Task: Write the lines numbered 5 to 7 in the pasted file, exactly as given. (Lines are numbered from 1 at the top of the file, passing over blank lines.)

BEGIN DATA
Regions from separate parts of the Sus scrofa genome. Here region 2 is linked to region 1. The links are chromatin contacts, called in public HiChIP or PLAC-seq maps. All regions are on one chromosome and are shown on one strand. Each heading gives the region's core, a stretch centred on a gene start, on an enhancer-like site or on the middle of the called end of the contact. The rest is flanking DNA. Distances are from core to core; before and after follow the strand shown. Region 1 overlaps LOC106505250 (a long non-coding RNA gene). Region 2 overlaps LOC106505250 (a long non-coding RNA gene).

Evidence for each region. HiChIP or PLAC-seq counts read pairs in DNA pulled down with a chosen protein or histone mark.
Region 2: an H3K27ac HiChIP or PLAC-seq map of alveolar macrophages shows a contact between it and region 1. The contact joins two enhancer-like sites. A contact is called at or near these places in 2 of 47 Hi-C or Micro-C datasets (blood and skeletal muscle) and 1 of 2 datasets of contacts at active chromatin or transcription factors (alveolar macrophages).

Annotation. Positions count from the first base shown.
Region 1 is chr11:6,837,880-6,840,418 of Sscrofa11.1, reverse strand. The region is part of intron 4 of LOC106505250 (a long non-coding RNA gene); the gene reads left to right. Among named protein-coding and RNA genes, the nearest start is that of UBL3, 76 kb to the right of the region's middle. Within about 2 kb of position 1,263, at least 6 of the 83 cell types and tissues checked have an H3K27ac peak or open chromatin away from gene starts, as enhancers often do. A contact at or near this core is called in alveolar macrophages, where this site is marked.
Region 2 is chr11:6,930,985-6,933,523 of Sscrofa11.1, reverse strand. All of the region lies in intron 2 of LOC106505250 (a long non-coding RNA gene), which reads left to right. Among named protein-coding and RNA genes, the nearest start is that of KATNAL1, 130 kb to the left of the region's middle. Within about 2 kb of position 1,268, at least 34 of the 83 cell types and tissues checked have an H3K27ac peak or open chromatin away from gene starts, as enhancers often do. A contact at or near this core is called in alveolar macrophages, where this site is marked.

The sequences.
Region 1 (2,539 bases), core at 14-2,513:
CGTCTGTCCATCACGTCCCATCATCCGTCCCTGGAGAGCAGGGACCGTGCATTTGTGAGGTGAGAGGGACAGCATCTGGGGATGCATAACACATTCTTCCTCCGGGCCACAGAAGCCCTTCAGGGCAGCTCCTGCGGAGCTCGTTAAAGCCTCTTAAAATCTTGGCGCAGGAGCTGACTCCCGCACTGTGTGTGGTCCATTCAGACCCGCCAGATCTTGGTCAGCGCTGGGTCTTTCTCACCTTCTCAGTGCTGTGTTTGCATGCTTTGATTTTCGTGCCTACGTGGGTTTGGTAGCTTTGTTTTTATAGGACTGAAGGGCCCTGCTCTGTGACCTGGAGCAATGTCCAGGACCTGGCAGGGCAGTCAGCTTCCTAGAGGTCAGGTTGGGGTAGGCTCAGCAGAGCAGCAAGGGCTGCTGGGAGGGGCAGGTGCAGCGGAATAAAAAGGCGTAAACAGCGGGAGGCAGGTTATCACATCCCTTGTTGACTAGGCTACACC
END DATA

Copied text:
Region 1 is chr11:6,837,880-6,840,418 of Sscrofa11.1, reverse strand. The region is part of intron 4 of LOC106505250 (a long non-coding RNA gene); the gene reads left to right. Among named protein-coding and RNA genes, the nearest start is that of UBL3, 76 kb to the right of the region's middle. Within about 2 kb of position 1,263, at least 6 of the 83 cell types and tissues checked have an H3K27ac peak or open chromatin away from gene starts, as enhancers often do. A contact at or near this core is called in alveolar macrophages, where this site is marked.
Region 2 is chr11:6,930,985-6,933,523 of Sscrofa11.1, reverse strand. All of the region lies in intron 2 of LOC106505250 (a long non-coding RNA gene), which reads left to right. Among named protein-coding and RNA genes, the nearest start is that of KATNAL1, 130 kb to the left of the region's middle. Within about 2 kb of position 1,268, at least 34 of the 83 cell types and tissues checked have an H3K27ac peak or open chromatin away from gene starts, as enhancers often do. A contact at or near this core is called in alveolar macrophages, where this site is marked.

The sequences.